Ever since the revelation that the majority of galaxies in the universe host a supermassive black hole at their centers, astronomers have been working to measure the masses of these black holes in order to better understand galaxy formation and evolution.
Graduate student Catherine Grier is involved in the measurement of the masses of black holes at the centers of some of the brightest known galaxies in the universe. These galaxies, called active galactic nuclei (AGN), are defined in part by their luminous centers that undergo small fluctuations in brightness over a short period of time, similar to a firefly blinking at night.
“The fluctuations in the brightness of AGNs are what make it possible to indirectly measure the mass of the galaxy’s supermassive black hole,” said Grier. Grier works with faculty member and department chair Professor Bradley Peterson, who is widely known for his work on AGNs and his book An Introduction to Active Galactic Nuclei, which is a textbook for one of the astronomy graduate courses.
“The slight changes in brightness allow us to measure how far away the emitting gas is from the central black hole,” explained Grier. “After we have calculated the distance and velocity of the gas, we can use fairly basic gravity laws to infer the black hole’s mass,” she continued.
While this method has been in existence for more than two decades, it has been used to measure black hole masses in only around 40 AGNs. The process of determining the distance of the gas to the black hole is painstakingly long and difficult and requires many individual observations to collect the necessary amount of information.
Until recently, this method – known as reverberation mapping – was the only way to measure black hole masses in AGNs that are far away. However, the use of reverberation mapping has led to a very important discovery: the distance of the emitting gas from the black hole is related to the overall brightness of the AGN. This highly valuable relation is now being used to approximate the black hole mass of many AGNs simply by looking at how bright they are and using this single brightness measurement to obtain a gas distance estimate, explained Grier.
“The relationship between overall brightness and gas distance is very useful for obtaining black hole mass measurements for AGNs observed in large surveys that contain hundreds to thousands of candidates. This allows us to make black hole mass measurements across the universe rather than for just those objects that are near enough for us to apply reverberation mapping methods. It is important that we continue to make reverberation measurements to further develop this very important relation,” Grier remarked.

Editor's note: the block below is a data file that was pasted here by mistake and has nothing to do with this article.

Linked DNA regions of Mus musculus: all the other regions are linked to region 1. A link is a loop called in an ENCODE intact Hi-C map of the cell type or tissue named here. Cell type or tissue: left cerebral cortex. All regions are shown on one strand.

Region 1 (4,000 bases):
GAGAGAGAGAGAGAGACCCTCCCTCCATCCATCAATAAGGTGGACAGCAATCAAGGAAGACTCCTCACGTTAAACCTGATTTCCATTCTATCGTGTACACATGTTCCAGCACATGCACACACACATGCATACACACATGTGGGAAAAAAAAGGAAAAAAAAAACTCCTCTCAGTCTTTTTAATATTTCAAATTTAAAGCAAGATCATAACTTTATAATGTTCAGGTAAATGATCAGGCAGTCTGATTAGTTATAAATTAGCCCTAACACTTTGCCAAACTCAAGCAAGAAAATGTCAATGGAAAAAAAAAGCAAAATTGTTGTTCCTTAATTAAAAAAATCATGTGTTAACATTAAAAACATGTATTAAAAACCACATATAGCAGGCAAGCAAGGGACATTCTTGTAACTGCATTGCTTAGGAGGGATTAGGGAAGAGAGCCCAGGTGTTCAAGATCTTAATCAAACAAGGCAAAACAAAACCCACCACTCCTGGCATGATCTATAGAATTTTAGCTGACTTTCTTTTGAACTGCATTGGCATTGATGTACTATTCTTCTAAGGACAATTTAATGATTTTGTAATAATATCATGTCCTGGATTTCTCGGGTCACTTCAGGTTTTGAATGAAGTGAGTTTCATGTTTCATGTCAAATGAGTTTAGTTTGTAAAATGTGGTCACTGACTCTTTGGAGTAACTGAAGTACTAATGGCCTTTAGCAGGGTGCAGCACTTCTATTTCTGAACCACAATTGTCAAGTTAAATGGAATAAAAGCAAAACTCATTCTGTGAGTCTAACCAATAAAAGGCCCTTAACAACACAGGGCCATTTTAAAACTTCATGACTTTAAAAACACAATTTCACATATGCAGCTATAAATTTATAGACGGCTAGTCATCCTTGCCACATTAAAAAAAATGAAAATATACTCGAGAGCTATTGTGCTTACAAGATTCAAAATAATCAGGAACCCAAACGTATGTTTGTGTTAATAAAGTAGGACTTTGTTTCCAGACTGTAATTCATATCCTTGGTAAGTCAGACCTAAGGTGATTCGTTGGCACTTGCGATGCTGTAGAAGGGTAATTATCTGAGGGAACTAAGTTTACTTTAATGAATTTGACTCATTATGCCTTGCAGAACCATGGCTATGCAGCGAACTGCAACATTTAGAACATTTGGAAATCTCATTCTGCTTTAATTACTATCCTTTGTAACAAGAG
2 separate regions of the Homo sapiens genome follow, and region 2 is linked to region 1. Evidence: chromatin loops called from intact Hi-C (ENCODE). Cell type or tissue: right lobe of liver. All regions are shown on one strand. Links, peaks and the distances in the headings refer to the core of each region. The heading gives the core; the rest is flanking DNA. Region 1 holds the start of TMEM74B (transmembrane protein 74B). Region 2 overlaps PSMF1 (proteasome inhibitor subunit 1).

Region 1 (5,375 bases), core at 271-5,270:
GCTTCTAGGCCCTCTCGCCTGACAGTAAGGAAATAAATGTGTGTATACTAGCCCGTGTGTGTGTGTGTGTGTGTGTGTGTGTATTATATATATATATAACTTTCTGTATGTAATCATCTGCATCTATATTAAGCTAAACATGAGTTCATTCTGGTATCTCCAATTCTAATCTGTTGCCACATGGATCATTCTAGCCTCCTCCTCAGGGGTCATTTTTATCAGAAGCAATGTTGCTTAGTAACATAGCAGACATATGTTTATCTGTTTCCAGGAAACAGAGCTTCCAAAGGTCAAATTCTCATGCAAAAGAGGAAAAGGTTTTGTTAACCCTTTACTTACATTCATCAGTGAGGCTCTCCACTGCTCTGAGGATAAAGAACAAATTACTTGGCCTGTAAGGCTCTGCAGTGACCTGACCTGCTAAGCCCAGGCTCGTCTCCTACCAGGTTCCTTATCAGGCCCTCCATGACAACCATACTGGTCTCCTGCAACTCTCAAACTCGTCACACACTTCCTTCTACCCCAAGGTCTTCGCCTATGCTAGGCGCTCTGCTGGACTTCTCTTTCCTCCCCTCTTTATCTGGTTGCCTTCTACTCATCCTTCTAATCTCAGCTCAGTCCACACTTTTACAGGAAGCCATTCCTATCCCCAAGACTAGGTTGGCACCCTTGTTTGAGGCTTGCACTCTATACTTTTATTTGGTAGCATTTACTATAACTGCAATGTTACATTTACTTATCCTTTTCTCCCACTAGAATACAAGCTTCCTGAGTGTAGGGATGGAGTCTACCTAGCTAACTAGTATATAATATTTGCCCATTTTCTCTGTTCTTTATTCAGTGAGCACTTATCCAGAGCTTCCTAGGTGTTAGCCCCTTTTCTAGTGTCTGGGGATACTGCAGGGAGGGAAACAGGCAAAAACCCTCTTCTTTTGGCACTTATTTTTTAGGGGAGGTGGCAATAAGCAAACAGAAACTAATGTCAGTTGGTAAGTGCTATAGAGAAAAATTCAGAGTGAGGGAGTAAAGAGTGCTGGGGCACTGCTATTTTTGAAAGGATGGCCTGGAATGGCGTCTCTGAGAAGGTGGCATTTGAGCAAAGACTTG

Grier is currently working with data taken of seven different AGNs from which she hopes to get accurate supermassive black hole mass measurements. The collection of these significant amounts of data was made possible by an impressive length of telescope time lasting 125 days that Grier was allotted in fall of 2010. This is far longer than the average time graduate students are given on publicly available telescopes, which tends to last from one to three weeks.
Grier used the 1.3-meter telescope at MDM observatory atop Kitt Peak in Arizona to observe these AGNs. “It was a little nerve racking at first because the first two months of observations were hindered by bad weather, but after the skies cleared up the data really started coming in,” Grier remarked.
Thanks to the many helpful astronomy graduate students at Ohio State and other MDM consortium institutions, Grier did not remain in Arizona for the full 4 months. She managed to have a different graduate student observe for her every week while she received and processed the data from Columbus.
“One interesting and unexpected thing that happened during observations was the ‘flying spaghetti monster’ that appeared in one of the telescope’s images,” Grier said with a laugh. “Of course it wasn’t a real monster, but a seed that had lodged itself on the telescope, which impeded our ability to observe for the night. The seed eventually dislodged itself on its own – it’s a good example of how observations can be impacted by random factors,” she continued.
One of the AGNs observed during this campaign has been a part of Grier’s research for several years. A suggestion that this object should be named after her was picked up by one of the main astronomical databases, and as a result, the AGN in question is now fondly known (and officially listed) as “Kate’s Quasar”.
Grier will go on to write her PhD dissertation on her work with reverberation mapping of AGNs.
Written by Jessica Orwig